sun 21/07/2024

Amy | reviews, news & interviews



Profoundly depressing scrutiny of the ascent and decline of Amy Winehouse

“I don’t think I could handle it, I think I’d go mad.” It’s the sort of answer given by anyone asked how they’d react to fame. With the possibility looming of recognition beyond jazz circles, Amy Winehouse, who was then not so well-known, responded with something which could have appeared trite; the humble words of an aspirant not wanting to seem too big for her boots.

What came later is well known. Winehouse died of alcohol poisoning on 23 July 2011 after a too public decline which seemingly realised her prediction. Those off-the-cuff words in an interview took on a resonance few would have appreciated before her rise to global fame. And anyway, she was mad. Graham Norton said so: the parade of sickening clips in Amy includes one of the BBC TV host saying to camera, “Amy Winehouse, now she’s a mad person.” It doesn’t stop there: on US national television, Jay Leno made fun of her bulimia.

AMY Amy WinehouseThe hyped Amy is uncomfortable to watch. Very depressing, too. The second half is harrowing. Not only does the documentary capture Winehouse’s ascent and subsequent decline in the most direct and succinct manner so far, London director Asif Kapadia has made a film with the ring of truth. He interviewed and re-interviewed Winehouse’s family, friends and associates, and drills down to what appear to be the essentials. There are no talking heads, just voiceovers from his interviewees and archive clips of Winehouse and those close to her. As with his previous film Senna, Kapadia uses any media which advances the narrative: sequences of paparazzi photos, mobile phone film, television appearances, anything which adds to the diarised envisioning. (Above right, before the fall: Amy Winehouse during the good times.)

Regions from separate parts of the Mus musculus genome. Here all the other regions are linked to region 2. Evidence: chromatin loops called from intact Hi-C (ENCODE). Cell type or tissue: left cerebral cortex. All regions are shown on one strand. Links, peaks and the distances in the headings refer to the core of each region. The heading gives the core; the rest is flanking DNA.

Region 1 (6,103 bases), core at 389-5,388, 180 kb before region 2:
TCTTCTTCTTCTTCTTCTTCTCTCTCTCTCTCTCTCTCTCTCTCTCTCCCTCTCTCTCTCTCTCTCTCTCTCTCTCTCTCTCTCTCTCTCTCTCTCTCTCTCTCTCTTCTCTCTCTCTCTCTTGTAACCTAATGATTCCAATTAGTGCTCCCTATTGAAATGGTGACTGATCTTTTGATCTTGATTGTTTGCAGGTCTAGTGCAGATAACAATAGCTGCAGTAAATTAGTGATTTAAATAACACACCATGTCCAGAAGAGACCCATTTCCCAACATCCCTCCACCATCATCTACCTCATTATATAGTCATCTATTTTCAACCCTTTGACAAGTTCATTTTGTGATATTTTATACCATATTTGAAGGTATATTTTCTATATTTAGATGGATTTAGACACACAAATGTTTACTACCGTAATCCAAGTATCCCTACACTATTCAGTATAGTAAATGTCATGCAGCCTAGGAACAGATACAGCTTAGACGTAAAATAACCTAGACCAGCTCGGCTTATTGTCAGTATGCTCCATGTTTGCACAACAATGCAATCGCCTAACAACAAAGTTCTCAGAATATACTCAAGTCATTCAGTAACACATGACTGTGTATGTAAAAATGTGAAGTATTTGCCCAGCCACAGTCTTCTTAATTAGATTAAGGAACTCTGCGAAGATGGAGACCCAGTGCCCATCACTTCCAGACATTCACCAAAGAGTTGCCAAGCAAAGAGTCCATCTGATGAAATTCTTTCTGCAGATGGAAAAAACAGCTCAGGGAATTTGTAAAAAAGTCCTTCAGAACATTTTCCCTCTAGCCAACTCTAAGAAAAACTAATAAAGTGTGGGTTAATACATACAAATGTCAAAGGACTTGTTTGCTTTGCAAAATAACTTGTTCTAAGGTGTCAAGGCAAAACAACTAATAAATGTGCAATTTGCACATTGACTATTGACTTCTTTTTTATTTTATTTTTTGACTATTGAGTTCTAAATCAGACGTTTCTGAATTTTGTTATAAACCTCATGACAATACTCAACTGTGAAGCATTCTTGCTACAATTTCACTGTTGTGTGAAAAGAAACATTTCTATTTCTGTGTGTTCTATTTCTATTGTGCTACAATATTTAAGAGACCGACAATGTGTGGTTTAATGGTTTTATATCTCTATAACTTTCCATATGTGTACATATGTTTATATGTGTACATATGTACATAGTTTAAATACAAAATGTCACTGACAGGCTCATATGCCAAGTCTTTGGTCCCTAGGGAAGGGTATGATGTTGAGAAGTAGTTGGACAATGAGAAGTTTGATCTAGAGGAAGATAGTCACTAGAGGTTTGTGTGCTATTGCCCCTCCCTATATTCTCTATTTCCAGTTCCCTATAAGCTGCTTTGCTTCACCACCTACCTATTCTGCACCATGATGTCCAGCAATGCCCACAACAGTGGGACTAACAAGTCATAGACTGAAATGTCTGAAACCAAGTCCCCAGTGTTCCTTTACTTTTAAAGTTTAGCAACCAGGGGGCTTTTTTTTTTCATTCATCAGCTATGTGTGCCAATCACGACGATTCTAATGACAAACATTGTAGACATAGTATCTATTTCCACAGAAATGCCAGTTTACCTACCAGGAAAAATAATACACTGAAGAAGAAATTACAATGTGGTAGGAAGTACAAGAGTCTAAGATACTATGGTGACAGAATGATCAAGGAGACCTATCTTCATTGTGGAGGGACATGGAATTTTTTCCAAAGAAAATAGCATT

Early on in the film, Winehouse is funny, intelligent and magnetic. She knows how to charm people. A hilarious holiday video attests to her cleverness and sense of fun. But life is seen to be sucked from her, as if she is surrounded by vampires. People fail her, support is lacking. She is known to be frail, dependent on alcohol and drugs, and needy. Yet she is continually pushed. While asleep on a sofa, she was picked up, put in a car, driven to an airport to awake in a private plane on the way to what proved to be her final live dates. Witnesses are heard saying she did not want to play them. Her then-manager says she did. Conflict and contradiction are rife in Amy. Kapadia allows viewers to be the jury.